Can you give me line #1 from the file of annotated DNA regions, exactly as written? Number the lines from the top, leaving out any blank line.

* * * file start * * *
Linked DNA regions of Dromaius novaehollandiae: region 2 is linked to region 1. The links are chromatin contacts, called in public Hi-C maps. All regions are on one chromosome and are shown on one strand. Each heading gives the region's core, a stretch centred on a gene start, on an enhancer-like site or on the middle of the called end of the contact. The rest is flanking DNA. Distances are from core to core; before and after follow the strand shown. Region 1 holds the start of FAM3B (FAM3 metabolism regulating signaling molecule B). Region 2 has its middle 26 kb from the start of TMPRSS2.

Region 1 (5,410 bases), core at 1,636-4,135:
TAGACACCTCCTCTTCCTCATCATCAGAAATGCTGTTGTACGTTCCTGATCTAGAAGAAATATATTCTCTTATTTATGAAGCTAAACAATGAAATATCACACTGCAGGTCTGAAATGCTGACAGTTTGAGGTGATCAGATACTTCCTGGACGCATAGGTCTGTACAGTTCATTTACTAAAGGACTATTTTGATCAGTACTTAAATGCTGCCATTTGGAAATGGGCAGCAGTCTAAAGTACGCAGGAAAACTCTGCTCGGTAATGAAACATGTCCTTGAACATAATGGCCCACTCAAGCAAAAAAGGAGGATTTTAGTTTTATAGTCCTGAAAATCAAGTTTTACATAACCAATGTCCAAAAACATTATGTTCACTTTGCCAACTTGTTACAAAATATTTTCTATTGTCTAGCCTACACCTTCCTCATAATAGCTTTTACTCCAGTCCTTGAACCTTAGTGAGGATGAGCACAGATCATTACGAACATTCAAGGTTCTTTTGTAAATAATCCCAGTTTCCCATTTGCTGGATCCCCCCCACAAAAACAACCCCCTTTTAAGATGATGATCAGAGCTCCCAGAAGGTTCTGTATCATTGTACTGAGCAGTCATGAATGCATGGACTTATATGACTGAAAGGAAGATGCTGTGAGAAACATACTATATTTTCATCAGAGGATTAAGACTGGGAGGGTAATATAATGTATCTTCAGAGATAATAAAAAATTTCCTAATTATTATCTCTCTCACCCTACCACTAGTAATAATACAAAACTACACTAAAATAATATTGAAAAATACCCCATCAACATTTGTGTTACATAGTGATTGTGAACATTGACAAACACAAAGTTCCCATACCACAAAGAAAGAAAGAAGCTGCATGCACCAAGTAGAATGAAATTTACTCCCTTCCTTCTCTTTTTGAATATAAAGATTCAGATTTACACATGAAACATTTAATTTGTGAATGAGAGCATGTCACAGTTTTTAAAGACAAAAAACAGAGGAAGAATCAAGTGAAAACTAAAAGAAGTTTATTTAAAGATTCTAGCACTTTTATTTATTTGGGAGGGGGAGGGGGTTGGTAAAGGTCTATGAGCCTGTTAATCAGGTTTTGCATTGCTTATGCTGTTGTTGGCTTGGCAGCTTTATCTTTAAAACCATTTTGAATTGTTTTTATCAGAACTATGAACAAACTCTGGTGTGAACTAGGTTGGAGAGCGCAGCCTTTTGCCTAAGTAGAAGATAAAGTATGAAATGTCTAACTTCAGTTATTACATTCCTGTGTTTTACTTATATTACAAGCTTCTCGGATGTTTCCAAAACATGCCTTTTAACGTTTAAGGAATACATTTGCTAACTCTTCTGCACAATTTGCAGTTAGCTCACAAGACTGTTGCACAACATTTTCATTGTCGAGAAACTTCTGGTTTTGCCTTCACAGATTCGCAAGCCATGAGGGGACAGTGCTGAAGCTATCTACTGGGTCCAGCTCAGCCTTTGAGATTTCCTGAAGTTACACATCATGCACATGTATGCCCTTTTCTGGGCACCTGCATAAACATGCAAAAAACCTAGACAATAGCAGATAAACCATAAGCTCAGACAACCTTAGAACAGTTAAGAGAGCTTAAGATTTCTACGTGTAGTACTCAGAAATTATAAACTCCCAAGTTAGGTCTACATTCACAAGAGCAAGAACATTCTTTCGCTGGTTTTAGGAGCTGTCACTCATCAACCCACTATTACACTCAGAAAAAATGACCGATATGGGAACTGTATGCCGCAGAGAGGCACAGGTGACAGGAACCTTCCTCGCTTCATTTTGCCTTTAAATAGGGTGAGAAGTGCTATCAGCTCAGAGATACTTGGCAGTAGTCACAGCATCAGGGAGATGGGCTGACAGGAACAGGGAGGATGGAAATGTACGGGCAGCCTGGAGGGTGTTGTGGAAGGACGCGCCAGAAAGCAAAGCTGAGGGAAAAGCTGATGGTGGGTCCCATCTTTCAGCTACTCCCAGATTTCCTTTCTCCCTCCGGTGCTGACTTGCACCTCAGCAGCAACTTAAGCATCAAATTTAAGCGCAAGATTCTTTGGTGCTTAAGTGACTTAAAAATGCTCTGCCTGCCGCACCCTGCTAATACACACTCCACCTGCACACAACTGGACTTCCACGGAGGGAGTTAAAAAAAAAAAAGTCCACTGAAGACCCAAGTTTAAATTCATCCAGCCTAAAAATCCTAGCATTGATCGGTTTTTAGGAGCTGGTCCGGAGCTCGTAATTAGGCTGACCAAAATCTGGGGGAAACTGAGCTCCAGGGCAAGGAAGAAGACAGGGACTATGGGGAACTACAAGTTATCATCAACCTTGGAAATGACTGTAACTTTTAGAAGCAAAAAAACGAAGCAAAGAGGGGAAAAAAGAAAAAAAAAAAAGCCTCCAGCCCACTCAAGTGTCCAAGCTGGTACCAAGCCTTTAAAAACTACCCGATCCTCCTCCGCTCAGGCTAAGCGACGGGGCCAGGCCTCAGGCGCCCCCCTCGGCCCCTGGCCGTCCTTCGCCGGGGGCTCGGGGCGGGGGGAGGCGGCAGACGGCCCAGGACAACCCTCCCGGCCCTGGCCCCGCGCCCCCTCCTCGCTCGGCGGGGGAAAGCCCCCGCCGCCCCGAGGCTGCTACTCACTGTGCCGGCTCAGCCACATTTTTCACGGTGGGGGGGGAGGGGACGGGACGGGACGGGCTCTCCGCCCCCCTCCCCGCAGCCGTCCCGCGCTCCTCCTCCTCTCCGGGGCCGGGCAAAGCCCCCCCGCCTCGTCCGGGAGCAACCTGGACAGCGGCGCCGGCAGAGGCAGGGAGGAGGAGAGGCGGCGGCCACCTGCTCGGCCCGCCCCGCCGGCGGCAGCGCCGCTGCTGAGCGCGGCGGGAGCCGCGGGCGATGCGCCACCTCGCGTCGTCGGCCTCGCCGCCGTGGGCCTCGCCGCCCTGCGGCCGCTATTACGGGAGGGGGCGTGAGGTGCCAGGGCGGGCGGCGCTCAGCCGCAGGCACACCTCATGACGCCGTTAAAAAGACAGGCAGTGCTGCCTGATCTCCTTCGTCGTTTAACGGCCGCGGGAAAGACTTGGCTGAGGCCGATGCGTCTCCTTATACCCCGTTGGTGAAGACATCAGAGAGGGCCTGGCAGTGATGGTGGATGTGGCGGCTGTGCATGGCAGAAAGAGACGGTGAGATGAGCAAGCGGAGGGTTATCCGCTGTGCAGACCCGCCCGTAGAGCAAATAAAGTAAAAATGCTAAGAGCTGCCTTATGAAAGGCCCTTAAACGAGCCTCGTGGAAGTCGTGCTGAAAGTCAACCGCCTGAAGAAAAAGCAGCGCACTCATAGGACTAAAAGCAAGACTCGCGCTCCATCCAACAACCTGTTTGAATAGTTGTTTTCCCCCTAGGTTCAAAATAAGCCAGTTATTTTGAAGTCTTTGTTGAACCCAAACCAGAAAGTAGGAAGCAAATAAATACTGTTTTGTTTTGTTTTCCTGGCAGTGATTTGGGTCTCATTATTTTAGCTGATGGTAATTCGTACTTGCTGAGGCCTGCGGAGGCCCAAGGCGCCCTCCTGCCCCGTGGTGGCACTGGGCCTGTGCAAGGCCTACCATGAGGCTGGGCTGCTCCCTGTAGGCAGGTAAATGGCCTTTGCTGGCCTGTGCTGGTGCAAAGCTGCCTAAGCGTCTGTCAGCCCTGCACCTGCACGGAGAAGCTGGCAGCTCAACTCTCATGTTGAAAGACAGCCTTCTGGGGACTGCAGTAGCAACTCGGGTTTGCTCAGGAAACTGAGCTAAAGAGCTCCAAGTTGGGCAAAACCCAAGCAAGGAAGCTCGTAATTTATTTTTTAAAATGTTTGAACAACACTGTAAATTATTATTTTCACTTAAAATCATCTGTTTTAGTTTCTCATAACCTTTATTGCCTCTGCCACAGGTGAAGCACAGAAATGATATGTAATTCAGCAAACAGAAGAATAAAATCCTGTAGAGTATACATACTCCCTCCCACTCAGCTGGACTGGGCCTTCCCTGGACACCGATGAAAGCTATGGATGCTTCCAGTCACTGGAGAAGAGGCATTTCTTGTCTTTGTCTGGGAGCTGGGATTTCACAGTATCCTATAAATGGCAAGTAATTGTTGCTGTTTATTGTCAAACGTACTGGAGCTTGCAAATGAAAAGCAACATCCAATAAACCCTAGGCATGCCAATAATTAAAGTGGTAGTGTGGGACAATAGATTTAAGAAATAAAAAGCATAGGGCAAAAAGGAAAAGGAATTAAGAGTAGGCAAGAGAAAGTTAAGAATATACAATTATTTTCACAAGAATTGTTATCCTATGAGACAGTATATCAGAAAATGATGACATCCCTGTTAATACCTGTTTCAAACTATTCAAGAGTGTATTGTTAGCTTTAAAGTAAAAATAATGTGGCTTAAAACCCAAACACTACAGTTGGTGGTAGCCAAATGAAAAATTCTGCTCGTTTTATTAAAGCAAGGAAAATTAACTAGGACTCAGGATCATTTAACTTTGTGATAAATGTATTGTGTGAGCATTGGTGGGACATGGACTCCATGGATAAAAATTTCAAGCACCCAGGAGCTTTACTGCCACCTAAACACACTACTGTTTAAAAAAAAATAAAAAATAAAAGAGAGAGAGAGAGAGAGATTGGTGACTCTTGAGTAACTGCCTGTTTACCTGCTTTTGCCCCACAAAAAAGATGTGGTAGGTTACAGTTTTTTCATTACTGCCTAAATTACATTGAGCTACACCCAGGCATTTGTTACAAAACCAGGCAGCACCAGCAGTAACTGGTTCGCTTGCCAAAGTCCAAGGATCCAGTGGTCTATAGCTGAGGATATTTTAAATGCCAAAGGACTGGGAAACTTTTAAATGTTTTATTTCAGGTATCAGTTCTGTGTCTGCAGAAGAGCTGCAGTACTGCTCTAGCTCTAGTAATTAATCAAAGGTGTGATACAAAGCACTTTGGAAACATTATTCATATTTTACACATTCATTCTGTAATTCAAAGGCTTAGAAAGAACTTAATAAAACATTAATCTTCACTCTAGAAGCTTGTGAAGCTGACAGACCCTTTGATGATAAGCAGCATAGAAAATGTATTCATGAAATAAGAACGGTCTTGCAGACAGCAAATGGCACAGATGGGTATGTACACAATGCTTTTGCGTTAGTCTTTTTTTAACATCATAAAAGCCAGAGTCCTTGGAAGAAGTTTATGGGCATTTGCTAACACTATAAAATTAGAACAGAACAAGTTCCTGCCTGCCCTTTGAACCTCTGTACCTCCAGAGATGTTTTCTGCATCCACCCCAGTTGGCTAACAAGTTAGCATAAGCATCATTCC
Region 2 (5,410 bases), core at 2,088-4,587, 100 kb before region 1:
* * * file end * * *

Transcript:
Linked DNA regions of Dromaius novaehollandiae: region 2 is linked to region 1. The links are chromatin contacts, called in public Hi-C maps. All regions are on one chromosome and are shown on one strand. Each heading gives the region's core, a stretch centred on a gene start, on an enhancer-like site or on the middle of the called end of the contact. The rest is flanking DNA. Distances are from core to core; before and after follow the strand shown. Region 1 holds the start of FAM3B (FAM3 metabolism regulating signaling molecule B). Region 2 has its middle 26 kb from the start of TMPRSS2.